Finally, it opens its doors again on October 7, 2016. It is easy to miss the basement entrance, since its entrance is under the stairs, so I recommend being attentive.
It contains 500 pieces in chronological order, including a human tooth more than 250,000 years old and ends with carved stones from the 19th century. The main motive of the basement is funerals and funeral practices from prehistoric times to the Ottoman Empire. You can understand how different civilizationsthe had their rituals.
A Roman tomb discovered in the Tire region in 1937 was moved with all its paintings to the basement of the museum. It shows the legend of Icarus, along with his father Daedalus, making his wings ominous. If you ask security he lets you go inside the room, but tells you not to take pictures to avoid damaging the paintings.
Another notable piece is the painting of the Virgin Mary, mother of Jesus dating from the year 240. It is believed to be one of the oldest discovered representations of Mary in the world.
Mummies and sarcophagi
A series of 31 Phoenician sarcophagi with a human face found in Sidon (south of Beirut) are stored in a room with mirrors that show their reflection. The effect caused deceives as if the row of sarcophagi continues eternally.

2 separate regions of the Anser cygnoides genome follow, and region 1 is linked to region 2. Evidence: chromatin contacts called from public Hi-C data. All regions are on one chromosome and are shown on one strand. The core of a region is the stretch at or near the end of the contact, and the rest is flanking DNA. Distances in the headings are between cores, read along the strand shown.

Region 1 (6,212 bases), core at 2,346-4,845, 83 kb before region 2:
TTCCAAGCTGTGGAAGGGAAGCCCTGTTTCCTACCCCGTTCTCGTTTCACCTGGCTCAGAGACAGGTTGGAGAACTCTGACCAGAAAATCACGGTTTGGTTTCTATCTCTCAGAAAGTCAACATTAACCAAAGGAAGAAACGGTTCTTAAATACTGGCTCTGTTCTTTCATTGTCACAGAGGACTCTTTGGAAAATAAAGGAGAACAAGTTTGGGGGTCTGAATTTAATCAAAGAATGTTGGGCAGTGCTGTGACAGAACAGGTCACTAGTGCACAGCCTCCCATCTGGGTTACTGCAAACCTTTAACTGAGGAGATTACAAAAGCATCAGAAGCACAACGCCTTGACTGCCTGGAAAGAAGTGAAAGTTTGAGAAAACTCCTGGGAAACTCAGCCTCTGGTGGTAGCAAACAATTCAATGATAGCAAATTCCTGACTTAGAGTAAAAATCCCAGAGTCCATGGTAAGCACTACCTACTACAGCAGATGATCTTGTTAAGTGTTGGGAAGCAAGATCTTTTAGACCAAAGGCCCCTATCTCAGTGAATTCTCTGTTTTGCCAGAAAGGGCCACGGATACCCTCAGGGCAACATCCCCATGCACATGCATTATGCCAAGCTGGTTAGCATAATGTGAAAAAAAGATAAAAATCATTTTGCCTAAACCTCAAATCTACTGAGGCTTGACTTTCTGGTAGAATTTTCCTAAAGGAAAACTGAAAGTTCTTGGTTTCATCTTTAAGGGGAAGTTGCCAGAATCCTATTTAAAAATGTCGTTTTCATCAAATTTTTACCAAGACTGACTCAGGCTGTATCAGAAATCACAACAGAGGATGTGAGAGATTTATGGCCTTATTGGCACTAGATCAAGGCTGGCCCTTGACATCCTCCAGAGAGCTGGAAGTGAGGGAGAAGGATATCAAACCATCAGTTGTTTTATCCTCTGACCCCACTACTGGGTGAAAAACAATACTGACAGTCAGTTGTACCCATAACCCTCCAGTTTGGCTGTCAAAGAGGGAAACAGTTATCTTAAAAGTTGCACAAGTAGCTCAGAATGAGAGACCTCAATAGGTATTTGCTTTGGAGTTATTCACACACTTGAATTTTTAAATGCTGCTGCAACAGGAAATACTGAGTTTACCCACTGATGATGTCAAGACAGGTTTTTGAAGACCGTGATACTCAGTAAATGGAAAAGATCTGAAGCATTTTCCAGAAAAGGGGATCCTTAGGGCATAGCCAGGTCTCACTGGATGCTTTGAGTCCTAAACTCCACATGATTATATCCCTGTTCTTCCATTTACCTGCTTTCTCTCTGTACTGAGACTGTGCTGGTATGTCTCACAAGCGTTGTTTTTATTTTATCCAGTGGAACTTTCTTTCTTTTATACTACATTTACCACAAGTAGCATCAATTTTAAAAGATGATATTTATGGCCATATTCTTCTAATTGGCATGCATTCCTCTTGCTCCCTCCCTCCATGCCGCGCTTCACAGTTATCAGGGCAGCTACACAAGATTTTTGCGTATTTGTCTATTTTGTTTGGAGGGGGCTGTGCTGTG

They look like mummy boxes, each with a different face carved in white marble. It is presumed that they are pictures of dead people, some seem Egyptian and others Greek. They are from the sixth to the fourth century before Christ.
You can also find pottery, amulets, jewelry, stones and weapons that were buried next to people.
Collections in the museum
The Phoenician figures found buried near the Temple of the Obelisk in Byblos are a favorite. They were made between the 18th and 19th century BC. When I left the museum I bought some replicas in the store. You can also find them at any souvenir shop in Lebanon.
The upper floor has 1,243 small and medium pieces organized in chronological order. Some have magnifying glasses so you can see the details better.
Visitors can download an app in three languages which provides information about the history of the museum and its collections. You can also scan the QR code of each piece to hear about it. The visiting hours of the National Museum of Beirut are from 9 a.m. at 5 p.m. from Tuesday to Sunday. On Mondays and holidays the museum is closed. We went just before closing and they start to turn off the lights to get you out, which is difficult because you want to continue seeing the wonderful historical pieces.